The Strategist

Researchers: suspicious Facebook accounts are multiplying as European Parliament election is getting closer

05/23/2019 - 10:19

According to the international public organization Avaaz, the European Internet is “choking on misinformation” on the eve of elections to the European Parliament. Experts have found more than 500 suspicious groups and pages that spread fake news and extremist propaganda and have tens of millions of subscribers. At the same time, according the Oxford Institute, Facebook users are more actively sharing fake news than Twitter users, who rely more on credible sources.

In the run-up to the elections to the European Parliament, the international public organization Avaaz published results of a study on dissemination of fake news and extremist propaganda related to elections. The report included results of a three-month study in six European countries (Germany, Great Britain, France, Italy, Poland and Spain), conducted by independent experts and journalists.

550 suspicious pages and groups were identified on Facebook alone. Besides, there were 328 profiles that published fake news and videos and distributed this content.
Almost 32 million users subscribed to these profiles and pages. Over the past three months the users have liked, commented or shared these posts more than 67 million times.

According to the study’s authors, creators of fake videos and news did not try to make their content convincing or believable. For example, reports of crimes allegedly committed by refugees were accompanied by videos of migrants smashing a police car or raping women who were shots from films. In Germany, the content mainly defended the writer Ursula Haverbeck, who denied the Holocaust, supported the far-right Alternatives for Germany or just published swastikas. In France, there were publications about white supremacy, Italians received illegal immigration topics presented in a distorted way, and citizens of the UK sites faced promotion of far-right activists.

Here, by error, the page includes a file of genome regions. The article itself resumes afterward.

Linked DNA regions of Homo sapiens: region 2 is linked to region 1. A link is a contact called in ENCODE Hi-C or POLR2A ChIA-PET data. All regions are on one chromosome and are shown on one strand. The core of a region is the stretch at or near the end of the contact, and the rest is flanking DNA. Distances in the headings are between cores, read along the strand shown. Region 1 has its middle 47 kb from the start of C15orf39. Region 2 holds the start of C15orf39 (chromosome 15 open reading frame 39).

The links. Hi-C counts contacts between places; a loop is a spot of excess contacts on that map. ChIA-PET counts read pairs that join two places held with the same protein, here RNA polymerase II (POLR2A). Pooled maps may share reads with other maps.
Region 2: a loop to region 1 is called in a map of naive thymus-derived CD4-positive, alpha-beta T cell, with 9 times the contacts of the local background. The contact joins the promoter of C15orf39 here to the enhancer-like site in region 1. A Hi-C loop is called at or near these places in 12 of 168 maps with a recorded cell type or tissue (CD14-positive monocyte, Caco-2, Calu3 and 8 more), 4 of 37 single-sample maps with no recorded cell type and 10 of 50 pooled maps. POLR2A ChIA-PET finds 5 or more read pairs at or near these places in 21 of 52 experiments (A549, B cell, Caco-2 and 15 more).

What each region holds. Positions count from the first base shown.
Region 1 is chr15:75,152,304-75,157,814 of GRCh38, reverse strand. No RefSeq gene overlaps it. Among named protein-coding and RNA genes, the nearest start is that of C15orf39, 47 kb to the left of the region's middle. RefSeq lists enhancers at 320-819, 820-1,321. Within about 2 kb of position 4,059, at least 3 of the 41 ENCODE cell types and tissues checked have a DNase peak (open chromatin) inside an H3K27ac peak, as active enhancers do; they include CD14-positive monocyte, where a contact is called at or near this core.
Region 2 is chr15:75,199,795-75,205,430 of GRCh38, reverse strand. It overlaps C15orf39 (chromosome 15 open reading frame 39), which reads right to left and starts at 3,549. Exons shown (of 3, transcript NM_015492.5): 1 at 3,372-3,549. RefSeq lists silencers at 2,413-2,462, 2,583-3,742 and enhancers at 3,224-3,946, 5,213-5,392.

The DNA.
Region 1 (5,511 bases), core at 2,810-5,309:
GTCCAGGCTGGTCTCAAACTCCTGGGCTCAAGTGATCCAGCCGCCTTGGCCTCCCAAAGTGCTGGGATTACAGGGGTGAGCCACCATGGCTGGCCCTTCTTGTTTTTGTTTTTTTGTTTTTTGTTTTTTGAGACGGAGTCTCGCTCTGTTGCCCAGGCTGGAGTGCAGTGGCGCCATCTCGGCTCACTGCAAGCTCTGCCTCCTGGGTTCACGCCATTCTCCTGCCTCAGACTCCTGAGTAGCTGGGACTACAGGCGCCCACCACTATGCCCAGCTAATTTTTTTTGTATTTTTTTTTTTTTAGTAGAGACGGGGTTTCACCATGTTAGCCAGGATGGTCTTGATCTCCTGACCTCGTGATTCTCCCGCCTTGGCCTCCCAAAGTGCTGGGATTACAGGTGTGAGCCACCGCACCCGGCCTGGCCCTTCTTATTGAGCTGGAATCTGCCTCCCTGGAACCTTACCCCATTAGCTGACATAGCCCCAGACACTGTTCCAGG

Avaaz noted that Facebook has already taken some measures based on the study’s results. 77 pages and groups, as well as 230 accounts distributing fake content and extremist propaganda, have been deleted in recent weeks.

Meanwhile, the Institute for Internet Problems at the University of Oxford conducted a study, also related to the problem of disseminating fake information in social networks on the eve of elections to the European Parliament. They estimate that fake news on Facebook is often more popular than news from reliable sources, and sometimes the number of comments, likes and reposts there is several times higher than that of reliable news.

The most popular topics for fakes on the eve of elections are immigration, Islamophobia, Euroscepticism, activities of European leaders or parties.

Also, it turned out that there are much less fake news on Twitter, according to the Internet Problems Institute, and users of this network do not often share such content. In general, only 4% of the content shared on Twitter can be attributed to unreliable data. 


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